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Think and blink

Amidst our growing tablet and computer habit, Multimedia Clinical Editor Ceri Smith-Jaynes shares tips on keeping your eyes healthy

22 Oct 2015 by Ceri Smith-Jaynes

It’s easy to forget about the parts of the body that just work. Eyes are often taken for granted until something starts to go wrong and there are millions of people in the UK who have never even thought to have their eyes checked, just as a precaution. 

Who do you go to when you can’t see? An optometrist, obviously. But what if your eyes are just a bit irritated after working on the computer? Perhaps less obviously: an optometrist. You should see your optometrist every two years for a check-up anyway but they are great for advice on those day-to-day eye niggles. 

Computer use hasn’t been shown to cause any permanent eye damage but it can be really hard work. Recently, I was surreptitiously watching my husband using his screen and counted 90 seconds before he blinked. Compare this to someone having a chat and you’ll notice they blink 17-26 times a minute. We blink a lot less when concentrating and the eyeballs’ surface coating of tears starts to evaporate the second the eyelids are open. By the time you’ve sat in front of the computer all day, your eyes can be really dry and stingy.

Looking at a screen all day requires effort from your eye muscles. They have to bring the eyes slightly inwards then bring things in to focus. In the same way that sitting in one position for hours can get uncomfortable, staring at your screen without a break can become tiresome.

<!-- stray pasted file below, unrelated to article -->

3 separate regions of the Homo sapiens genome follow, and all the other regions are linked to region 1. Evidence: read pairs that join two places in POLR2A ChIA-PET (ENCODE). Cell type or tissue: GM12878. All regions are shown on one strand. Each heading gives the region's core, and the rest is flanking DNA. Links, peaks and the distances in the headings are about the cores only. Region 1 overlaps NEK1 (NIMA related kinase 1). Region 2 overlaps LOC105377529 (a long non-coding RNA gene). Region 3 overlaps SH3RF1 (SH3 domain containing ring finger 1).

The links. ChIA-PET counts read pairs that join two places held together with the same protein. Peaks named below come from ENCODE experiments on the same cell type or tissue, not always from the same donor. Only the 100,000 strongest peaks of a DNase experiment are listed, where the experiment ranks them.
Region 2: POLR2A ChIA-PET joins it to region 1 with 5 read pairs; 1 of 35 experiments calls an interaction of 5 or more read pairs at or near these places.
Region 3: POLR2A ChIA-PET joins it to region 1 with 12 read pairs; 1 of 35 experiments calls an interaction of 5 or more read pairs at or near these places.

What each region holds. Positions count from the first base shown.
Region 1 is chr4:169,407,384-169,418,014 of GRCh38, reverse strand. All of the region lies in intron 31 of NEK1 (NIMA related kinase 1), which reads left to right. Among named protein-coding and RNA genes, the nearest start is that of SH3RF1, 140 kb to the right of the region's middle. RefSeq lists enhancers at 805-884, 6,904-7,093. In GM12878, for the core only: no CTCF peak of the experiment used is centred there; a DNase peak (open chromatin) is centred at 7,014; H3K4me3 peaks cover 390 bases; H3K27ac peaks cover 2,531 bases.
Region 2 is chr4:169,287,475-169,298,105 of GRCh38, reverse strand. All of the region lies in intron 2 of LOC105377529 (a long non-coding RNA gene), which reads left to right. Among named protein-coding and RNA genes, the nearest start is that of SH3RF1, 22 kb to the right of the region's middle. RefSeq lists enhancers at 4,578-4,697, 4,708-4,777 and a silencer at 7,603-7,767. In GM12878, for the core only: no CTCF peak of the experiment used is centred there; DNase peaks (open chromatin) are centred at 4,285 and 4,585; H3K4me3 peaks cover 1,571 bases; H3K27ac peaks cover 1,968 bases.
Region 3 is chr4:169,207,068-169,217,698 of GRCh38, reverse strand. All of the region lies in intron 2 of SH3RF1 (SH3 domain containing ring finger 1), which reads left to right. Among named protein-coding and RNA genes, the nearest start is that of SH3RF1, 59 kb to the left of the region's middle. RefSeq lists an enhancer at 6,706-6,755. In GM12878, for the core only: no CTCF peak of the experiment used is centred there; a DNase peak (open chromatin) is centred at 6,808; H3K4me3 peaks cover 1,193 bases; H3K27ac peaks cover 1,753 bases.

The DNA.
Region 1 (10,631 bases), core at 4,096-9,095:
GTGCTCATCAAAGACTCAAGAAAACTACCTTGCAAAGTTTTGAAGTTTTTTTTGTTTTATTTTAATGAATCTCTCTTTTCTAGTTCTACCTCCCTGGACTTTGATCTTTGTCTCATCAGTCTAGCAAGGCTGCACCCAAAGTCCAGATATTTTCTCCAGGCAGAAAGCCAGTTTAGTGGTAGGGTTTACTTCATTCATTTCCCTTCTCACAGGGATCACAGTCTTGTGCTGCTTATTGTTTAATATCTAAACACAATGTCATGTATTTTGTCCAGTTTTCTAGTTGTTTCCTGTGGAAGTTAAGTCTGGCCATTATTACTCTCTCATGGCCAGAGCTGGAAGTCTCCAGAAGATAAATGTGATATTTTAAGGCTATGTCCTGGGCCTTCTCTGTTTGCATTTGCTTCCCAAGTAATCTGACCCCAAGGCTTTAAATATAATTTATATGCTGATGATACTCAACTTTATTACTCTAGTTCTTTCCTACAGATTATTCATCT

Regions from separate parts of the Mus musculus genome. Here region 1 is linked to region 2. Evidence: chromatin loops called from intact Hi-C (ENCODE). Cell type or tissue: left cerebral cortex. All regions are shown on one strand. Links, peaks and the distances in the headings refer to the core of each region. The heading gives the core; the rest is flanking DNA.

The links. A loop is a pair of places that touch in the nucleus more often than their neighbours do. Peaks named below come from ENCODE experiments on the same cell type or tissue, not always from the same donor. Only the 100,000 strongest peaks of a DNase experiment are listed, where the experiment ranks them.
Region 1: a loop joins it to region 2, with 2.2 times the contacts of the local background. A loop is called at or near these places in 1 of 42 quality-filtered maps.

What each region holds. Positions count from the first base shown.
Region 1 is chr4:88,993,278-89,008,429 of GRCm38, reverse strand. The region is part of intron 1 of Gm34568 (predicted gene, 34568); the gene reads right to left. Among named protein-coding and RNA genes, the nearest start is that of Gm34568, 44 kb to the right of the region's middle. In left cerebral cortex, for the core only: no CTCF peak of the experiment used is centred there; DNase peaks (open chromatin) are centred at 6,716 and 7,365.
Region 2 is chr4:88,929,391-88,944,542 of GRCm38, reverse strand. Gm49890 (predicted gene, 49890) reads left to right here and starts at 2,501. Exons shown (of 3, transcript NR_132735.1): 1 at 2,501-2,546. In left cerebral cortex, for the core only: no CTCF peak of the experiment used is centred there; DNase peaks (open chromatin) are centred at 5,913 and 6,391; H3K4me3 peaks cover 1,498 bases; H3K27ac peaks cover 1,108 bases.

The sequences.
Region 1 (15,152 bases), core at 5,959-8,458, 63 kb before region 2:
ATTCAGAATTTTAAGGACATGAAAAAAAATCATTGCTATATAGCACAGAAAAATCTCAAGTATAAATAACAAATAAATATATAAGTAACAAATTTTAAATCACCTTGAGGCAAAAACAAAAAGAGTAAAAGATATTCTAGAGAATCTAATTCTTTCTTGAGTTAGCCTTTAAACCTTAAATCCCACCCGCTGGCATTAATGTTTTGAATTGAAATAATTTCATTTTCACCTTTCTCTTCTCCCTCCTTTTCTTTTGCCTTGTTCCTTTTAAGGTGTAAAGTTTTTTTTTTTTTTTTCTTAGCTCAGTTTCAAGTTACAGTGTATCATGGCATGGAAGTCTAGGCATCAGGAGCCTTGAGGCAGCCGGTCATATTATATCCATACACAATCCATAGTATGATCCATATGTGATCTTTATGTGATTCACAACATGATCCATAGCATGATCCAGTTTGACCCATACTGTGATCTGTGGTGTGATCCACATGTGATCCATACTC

So the advice is this: 20/20/20. Every 20 minutes, look away from your screen at something at least 20 feet away for 20 seconds. Add in rules on blinking that fit in with the work you do, eg every time you open the next email, have three full blinks or every time you get to the end of a line on a spreadsheet, have a blink. Book an eye examination. If you use a computer at work you can request your employer to pay for this, but your employer is allowed to specify which practice you go to. If you need special glasses just for screen use, your employer must also pay towards them. If you do need glasses for the computer screen, wear them when you start, rather than putting them on when your eyes start to strain.

These simple rules will improve your productivity and ensure you’re not visually fatigued by home time – so you can make the most of that precious time away from work. 

Read 'Top tips for healthy eyes' for more on looking after your eyes.


Ceri Smith-JaynesCeri Smith-Jaynes is OT’s Multimedia Clinical Editor and is an optometrist in independent practice in Lancashire